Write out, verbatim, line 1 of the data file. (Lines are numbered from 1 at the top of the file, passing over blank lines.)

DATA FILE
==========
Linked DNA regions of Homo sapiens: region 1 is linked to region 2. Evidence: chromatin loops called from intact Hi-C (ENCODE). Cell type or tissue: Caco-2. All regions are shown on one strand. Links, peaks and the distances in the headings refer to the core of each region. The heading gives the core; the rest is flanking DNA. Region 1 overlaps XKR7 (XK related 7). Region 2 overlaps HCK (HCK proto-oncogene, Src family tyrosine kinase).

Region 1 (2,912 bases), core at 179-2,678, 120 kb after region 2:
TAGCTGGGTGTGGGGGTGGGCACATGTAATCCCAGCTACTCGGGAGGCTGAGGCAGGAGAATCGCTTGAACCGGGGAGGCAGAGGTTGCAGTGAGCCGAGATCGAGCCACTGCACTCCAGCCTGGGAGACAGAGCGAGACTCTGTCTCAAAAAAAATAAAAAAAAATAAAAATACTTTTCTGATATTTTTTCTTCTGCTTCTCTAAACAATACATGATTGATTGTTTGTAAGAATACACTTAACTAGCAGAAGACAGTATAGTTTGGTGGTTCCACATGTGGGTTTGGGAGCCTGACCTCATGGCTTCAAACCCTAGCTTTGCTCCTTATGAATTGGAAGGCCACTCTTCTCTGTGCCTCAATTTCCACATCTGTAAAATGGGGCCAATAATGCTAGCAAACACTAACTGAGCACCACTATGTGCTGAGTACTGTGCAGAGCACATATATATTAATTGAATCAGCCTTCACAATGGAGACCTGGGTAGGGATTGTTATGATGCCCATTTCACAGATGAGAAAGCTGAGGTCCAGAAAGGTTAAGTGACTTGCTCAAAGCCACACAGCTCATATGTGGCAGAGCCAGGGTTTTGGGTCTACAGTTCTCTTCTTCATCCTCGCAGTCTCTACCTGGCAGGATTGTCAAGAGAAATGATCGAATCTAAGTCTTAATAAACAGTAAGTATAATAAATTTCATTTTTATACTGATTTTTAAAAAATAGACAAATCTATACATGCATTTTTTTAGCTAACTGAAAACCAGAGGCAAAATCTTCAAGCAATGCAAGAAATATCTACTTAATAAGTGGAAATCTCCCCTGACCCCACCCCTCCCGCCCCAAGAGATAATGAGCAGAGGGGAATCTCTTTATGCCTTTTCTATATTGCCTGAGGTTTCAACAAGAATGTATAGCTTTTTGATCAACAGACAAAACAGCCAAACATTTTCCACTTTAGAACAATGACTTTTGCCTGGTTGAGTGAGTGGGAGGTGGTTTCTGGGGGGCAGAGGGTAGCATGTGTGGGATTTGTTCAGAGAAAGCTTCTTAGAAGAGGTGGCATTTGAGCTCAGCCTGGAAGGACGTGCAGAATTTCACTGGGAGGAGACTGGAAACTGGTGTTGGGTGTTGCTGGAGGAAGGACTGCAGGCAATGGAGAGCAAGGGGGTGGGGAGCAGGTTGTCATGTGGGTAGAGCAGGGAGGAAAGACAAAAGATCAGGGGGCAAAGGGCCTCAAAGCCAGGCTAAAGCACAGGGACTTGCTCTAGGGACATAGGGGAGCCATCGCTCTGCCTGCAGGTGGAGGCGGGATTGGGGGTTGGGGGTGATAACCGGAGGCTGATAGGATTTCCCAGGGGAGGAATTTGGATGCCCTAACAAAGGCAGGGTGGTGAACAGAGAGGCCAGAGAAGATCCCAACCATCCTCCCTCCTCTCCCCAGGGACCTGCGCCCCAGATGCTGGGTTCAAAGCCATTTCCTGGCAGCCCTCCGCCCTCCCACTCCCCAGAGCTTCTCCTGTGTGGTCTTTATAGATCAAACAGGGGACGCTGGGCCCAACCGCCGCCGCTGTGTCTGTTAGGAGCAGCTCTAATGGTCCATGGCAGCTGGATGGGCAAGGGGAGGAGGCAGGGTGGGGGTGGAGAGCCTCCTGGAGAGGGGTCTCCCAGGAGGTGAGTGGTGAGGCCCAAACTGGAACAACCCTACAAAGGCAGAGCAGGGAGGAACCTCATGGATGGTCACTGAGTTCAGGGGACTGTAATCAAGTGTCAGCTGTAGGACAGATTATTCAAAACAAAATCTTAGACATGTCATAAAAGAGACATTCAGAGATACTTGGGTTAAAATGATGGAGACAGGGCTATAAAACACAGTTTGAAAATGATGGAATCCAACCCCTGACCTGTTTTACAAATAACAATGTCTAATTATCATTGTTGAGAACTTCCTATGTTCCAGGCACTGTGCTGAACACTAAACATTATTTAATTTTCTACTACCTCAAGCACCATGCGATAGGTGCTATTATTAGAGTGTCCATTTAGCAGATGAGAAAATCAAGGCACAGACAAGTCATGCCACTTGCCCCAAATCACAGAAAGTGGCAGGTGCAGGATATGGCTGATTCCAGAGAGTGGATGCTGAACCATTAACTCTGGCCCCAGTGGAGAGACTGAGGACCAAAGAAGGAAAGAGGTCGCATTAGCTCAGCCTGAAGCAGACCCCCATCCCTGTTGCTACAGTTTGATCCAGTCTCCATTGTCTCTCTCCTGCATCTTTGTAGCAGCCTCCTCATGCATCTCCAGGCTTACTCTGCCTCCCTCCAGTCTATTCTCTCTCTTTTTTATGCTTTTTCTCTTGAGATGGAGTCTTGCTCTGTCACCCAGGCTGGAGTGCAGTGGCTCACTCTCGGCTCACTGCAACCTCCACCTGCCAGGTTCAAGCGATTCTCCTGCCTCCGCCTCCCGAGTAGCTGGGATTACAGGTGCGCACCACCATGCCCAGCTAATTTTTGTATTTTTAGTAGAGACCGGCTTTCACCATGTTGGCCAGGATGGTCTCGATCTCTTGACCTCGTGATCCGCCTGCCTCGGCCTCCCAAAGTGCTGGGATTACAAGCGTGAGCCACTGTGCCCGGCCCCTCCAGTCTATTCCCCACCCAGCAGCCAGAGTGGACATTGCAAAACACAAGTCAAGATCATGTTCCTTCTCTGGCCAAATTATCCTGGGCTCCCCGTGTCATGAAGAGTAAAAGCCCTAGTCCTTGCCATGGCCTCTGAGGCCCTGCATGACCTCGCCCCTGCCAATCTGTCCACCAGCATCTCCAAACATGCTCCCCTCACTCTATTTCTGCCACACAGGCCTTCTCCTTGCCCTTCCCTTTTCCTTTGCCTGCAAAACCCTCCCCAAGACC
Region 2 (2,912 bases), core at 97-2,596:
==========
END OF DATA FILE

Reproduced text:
Linked DNA regions of Homo sapiens: region 1 is linked to region 2. Evidence: chromatin loops called from intact Hi-C (ENCODE). Cell type or tissue: Caco-2. All regions are shown on one strand. Links, peaks and the distances in the headings refer to the core of each region. The heading gives the core; the rest is flanking DNA. Region 1 overlaps XKR7 (XK related 7). Region 2 overlaps HCK (HCK proto-oncogene, Src family tyrosine kinase).